Security officials said one of the Katyusha rockets landed about 100 meters (110 yards) away from the perimeter of the U.S. Embassy, triggering alert sirens. A soldier manning a checkpoint near a restaurant was killed, they added, speaking on condition of anonymity in line with regulations.
The Green Zone is home to several Western embassies and government offices. An eyewitness near the embassy said he heard two explosions. It was not immediately clear where the other landed. Earlier this week, three rockets struck a large military base north of Baghdad that houses U.S. and Iraqi forces. No casualties were reported from that attack.
Iraq has been engulfed by deadly anti-government protests that have picked up momentum in recent days. Iraq's semi-official human rights commission said 100 people have been killed and over 5,000 injured since Friday, when protests resumed after a three-week hiatus.
The deaths bring to nearly 250 the overall number of people killed this month as security forces crackdown on the growing protest movement. Tens of thousands of people gathered in a central square in Baghdad and across much of the country's Shiite-majority central and southern province Wednesday.
The sound of tear gas explosions echoed throughout the day as security forces battled young men trying to advance toward the Green Zone through Joumhouriya Bridge. Later on Wednesday, hundreds of people headed to the Al-Sanak Bridge that runs parallel to the Joumhouriya Bridge, opening a new front in their attempts to cross the Tigris River to the Green Zone. Security forces fired volleys of tear gas that billowed smoke and covered the night sky.
Security and hospital officials said two protesters were killed in the vicinity of Tahrir Square, which has emerged as the epicenter of the protests. Earlier in the day, the mood was festive in the square, despite the nearby tear gas. Barbers give free haircuts to protesters. Young men grill carp fish for a national dish called masgouf and distribute to the crowds. Others play dominoes, oblivious to the chaos all around.
"We are now in Tahrir Square, which is called nowadays 'the holy land,' supporting our sons, brothers and friends who are here (protesting), to show a civilized image of the protest to the whole world," said Jenan Kareem, a middle-aged Iraqi woman who joined the protests.
The protests are over deteriorating living conditions, unemployment and corruption. Protesters have been joined by supporters of an influential Shiite cleric Muqtada al-Sadr, who has called on the government to resign, and have snowballed into the biggest security challenge Iraq has faced since the Islamic State group was defeated two years ago.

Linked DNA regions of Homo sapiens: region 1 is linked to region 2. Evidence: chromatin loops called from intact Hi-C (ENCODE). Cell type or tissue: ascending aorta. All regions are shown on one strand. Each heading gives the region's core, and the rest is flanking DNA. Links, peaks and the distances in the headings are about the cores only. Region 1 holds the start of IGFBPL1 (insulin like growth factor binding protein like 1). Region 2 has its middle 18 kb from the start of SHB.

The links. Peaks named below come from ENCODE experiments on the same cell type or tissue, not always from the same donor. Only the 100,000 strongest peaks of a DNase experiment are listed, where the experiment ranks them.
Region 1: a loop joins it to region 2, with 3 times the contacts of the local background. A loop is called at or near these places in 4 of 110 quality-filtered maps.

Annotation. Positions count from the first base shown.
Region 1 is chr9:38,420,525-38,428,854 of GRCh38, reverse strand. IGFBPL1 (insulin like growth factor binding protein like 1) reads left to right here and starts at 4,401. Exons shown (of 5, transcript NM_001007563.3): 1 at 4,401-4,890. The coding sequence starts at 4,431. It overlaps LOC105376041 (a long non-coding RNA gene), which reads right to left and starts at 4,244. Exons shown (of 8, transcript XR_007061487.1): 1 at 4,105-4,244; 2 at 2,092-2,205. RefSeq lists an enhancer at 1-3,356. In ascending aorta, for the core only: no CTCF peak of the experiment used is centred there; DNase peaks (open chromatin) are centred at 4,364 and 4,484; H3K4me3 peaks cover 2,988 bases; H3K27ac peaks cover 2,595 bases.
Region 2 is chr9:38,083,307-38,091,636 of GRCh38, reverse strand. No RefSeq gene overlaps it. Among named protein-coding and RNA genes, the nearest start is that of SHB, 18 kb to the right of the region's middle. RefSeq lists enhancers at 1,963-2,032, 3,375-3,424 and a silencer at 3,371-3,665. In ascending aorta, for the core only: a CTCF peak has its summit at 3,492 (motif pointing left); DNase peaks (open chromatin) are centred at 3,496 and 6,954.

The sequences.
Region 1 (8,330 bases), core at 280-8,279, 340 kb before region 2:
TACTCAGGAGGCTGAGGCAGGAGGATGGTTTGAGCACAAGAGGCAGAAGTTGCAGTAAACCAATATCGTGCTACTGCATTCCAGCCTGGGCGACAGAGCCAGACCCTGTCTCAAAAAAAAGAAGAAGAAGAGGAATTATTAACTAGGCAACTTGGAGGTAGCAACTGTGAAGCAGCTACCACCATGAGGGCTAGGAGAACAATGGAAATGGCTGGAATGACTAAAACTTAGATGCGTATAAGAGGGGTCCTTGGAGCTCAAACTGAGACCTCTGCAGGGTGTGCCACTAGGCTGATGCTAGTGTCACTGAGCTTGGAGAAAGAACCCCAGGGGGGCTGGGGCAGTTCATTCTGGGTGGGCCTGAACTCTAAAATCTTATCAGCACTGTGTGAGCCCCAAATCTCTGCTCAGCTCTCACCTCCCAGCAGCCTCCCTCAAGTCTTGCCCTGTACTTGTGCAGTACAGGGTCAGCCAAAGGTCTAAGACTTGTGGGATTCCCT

The protests are unprecedented in their scope and the fact that they are mostly grassroots, leaderless and spontaneous. In recent days, university and school students have also joined the protesters. Civil society groups have formed, including young people who clean the streets of litter left behind by the protesters.
Dozens of Tuk Tuks — or motorized rickshaws — crowd the streets around the square, ferrying protesters back and forth from homes, and the injured to ambulances and hospitals. But that hasn't deterred the protesters from pouring into the streets. Tahrir Square, in particular, has become a beehive for activists including some who have erected tents and are staying there.
"We are staying here (in the demonstration area) just like the protesting youth, offering services. We are a group of barbers offering free haircuts to protesters," said Najam Ashour, a barber. The Special Representative of the U.N. Secretary-General for Iraq, Jeanine Hennis Plasschaert, visited Tahrir on Wednesday and was met by an angry group of protesters. Security officials escorted her along the square and shielded her from the demonstrators.
Protesters in Baghdad on Tuesday could be seen carrying the coffin of a fellow protester who was killed in Tahrir square during the ongoing demonstrations. The coffin was wrapped in Iraq's black, red and white flag with the words God is Great written in green in the middle.
Authorities have announced a curfew from midnight to 6 a.m. in the capital, but it was not being enforced. On Tuesday, masked gunmen opened fire at Iraqi protesters in the Shiite holy city of Karbala, killing 18 people and wounding hundreds in one of the deadliest single attacks since anti-government demonstrations erupted earlier this month.
Despite its vast oil wealth, Iraq suffers from high unemployment and crumbling infrastructure, with frequent power outages that force many to rely on private generators. The demonstrations have occurred in Shiite-majority areas and have been directed at the Shiite-dominated government and Shiite political parties and militias, many of which are supported by neighboring Iran.
The protests have grown and demonstrators are now calling for sweeping changes, not just the government's resignation. Prime Minister Adel Abdul-Mahdi has promised a government reshuffle and reforms, which the demonstrators have already rejected.